What’s better for getting local publicity, the new rules of PR on the web, or the traditional local media? For local businesses, it may actually be traditional media. In the video below, I explain the Local Media PR Formula and show how a local business received thousands of dollars in free publicity in a local magazine.
You can get PR for your business with a some thought and effort. Local reporters are always looking for story ideas. The key is to follow the formula and then give journalists what they want.
Be Notable – The story has to be something out of the ordinary. Refurbishing and reopening an historic downtown theater is notable. Your latest promotional gimmick or adding three people to your sales team is not.
Be Noteworthy – Most normal people should think the story is interesting. Most people would think the re-opening of The Cliftex theater is noteworthy. They would want to read about it. Announcing your new line of products in not noteworthy. It’s selfish, and no reporter will write that story.
Get Noticed – The Cliftex Theater got lucky. One of the owners had a friend who knew a reporter, and the friend passed the tip along. You may not be that lucky. Take the initiative and call someone to get the PR ball rolling.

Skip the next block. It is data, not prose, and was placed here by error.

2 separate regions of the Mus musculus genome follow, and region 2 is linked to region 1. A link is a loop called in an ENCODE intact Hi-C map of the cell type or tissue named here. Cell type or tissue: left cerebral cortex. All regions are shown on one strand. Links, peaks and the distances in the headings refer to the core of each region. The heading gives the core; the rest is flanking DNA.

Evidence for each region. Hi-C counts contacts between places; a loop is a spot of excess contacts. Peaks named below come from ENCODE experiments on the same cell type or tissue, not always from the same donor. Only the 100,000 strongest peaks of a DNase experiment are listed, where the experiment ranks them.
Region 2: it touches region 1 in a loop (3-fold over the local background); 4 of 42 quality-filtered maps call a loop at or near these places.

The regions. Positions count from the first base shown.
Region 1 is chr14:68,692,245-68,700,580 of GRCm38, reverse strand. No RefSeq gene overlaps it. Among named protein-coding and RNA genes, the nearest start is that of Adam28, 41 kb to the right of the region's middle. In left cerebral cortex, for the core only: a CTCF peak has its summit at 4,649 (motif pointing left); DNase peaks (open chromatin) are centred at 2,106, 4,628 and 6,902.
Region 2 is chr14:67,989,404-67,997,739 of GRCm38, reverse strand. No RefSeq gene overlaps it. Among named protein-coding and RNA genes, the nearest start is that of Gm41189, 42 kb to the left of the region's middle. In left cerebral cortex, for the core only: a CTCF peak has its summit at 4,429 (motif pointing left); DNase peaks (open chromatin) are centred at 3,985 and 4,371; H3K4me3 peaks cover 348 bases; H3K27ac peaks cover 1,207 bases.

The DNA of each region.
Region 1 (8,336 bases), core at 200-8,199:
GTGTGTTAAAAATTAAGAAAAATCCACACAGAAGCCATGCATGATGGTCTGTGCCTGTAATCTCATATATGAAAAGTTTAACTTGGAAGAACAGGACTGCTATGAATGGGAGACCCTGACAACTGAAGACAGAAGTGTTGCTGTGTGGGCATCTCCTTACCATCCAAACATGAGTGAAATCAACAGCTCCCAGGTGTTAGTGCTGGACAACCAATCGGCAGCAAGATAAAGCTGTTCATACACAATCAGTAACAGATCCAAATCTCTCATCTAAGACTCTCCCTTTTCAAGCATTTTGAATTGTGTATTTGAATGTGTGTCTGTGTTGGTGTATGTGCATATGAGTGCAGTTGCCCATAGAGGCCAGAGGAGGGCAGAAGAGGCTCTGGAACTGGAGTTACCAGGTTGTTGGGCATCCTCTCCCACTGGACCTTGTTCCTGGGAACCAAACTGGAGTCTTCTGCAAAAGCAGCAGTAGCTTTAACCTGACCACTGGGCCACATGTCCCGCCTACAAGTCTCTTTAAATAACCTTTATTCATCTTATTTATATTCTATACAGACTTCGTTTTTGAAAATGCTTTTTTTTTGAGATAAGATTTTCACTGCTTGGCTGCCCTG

Getting Noticed by Reporters
When you do make an effort to get noticed, don’t blow it or waste your time. Local newspaper reporter Carl Hoover had these tips for contacting the media:
- Make a phone call – You don’t have to type up the perfect press release to get publicity. Just get on the phone and start calling local reporters.
- Do your homework – Find out who would me most likely write about you. Different editors handle different stories. Before you make your “pitch” call, place an investigation call to find out who should hear about your story.
- Be easy to contact – Provide immediate contact information for the actual personal that has the detailed information. Give a mobile number where you can be reached immediately. Reporters work with deadlines and they can’t afford to wait 24 hours for a call back. They’ll move on to another story.
- Know the deadlines – Be aware of how much advance notice you need to provide. The earlier you call about your story, the better. Reporters work with deadlines, and the closer you get to that deadline, the less likely your story will be covered.
- Uniqueness – Maybe the most important element. Hoover says he looks for interesting people with interesting stories. Read the publication or watch the newscast to see what is newsworthy.
What story about your business is noteworthy? Have you made an effort to get noticed by the local media?
For more information on getting PR for your business, see these articles:
Cracking The PR Code: The DNA of Publicity
Guerrilla Marketing: Plan Your Give Away Carefully
Creating Your Own World Wide Rave
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